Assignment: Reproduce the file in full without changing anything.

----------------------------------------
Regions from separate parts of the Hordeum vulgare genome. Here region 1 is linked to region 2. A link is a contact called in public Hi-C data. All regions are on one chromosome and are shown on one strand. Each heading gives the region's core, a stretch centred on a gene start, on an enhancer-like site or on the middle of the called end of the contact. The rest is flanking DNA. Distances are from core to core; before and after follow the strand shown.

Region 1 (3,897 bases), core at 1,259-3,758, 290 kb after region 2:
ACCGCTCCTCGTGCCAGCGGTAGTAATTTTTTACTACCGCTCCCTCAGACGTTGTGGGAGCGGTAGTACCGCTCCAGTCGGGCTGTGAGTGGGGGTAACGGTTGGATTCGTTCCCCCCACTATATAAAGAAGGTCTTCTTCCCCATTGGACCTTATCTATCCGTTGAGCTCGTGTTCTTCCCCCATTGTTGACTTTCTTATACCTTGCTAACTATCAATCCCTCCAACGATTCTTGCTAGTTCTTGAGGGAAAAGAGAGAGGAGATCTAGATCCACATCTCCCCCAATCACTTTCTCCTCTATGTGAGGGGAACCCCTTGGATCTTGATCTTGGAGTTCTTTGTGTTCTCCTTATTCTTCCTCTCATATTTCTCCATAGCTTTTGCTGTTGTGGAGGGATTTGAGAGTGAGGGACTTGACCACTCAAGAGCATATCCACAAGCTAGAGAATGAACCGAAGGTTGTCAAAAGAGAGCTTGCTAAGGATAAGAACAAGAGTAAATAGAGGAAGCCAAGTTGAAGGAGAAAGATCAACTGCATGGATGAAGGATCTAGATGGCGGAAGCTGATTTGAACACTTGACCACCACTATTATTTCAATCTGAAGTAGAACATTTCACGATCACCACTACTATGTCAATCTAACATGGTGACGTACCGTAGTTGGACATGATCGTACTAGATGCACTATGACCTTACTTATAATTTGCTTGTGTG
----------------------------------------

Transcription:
Regions from separate parts of the Hordeum vulgare genome. Here region 1 is linked to region 2. A link is a contact called in public Hi-C data. All regions are on one chromosome and are shown on one strand. Each heading gives the region's core, a stretch centred on a gene start, on an enhancer-like site or on the middle of the called end of the contact. The rest is flanking DNA. Distances are from core to core; before and after follow the strand shown.

Region 1 (3,897 bases), core at 1,259-3,758, 290 kb after region 2:
ACCGCTCCTCGTGCCAGCGGTAGTAATTTTTTACTACCGCTCCCTCAGACGTTGTGGGAGCGGTAGTACCGCTCCAGTCGGGCTGTGAGTGGGGGTAACGGTTGGATTCGTTCCCCCCACTATATAAAGAAGGTCTTCTTCCCCATTGGACCTTATCTATCCGTTGAGCTCGTGTTCTTCCCCCATTGTTGACTTTCTTATACCTTGCTAACTATCAATCCCTCCAACGATTCTTGCTAGTTCTTGAGGGAAAAGAGAGAGGAGATCTAGATCCACATCTCCCCCAATCACTTTCTCCTCTATGTGAGGGGAACCCCTTGGATCTTGATCTTGGAGTTCTTTGTGTTCTCCTTATTCTTCCTCTCATATTTCTCCATAGCTTTTGCTGTTGTGGAGGGATTTGAGAGTGAGGGACTTGACCACTCAAGAGCATATCCACAAGCTAGAGAATGAACCGAAGGTTGTCAAAAGAGAGCTTGCTAAGGATAAGAACAAGAGTAAATAGAGGAAGCCAAGTTGAAGGAGAAAGATCAACTGCATGGATGAAGGATCTAGATGGCGGAAGCTGATTTGAACACTTGACCACCACTATTATTTCAATCTGAAGTAGAACATTTCACGATCACCACTACTATGTCAATCTAACATGGTGACGTACCGTAGTTGGACATGATCGTACTAGATGCACTATGACCTTACTTATAATTTGCTTGTGTG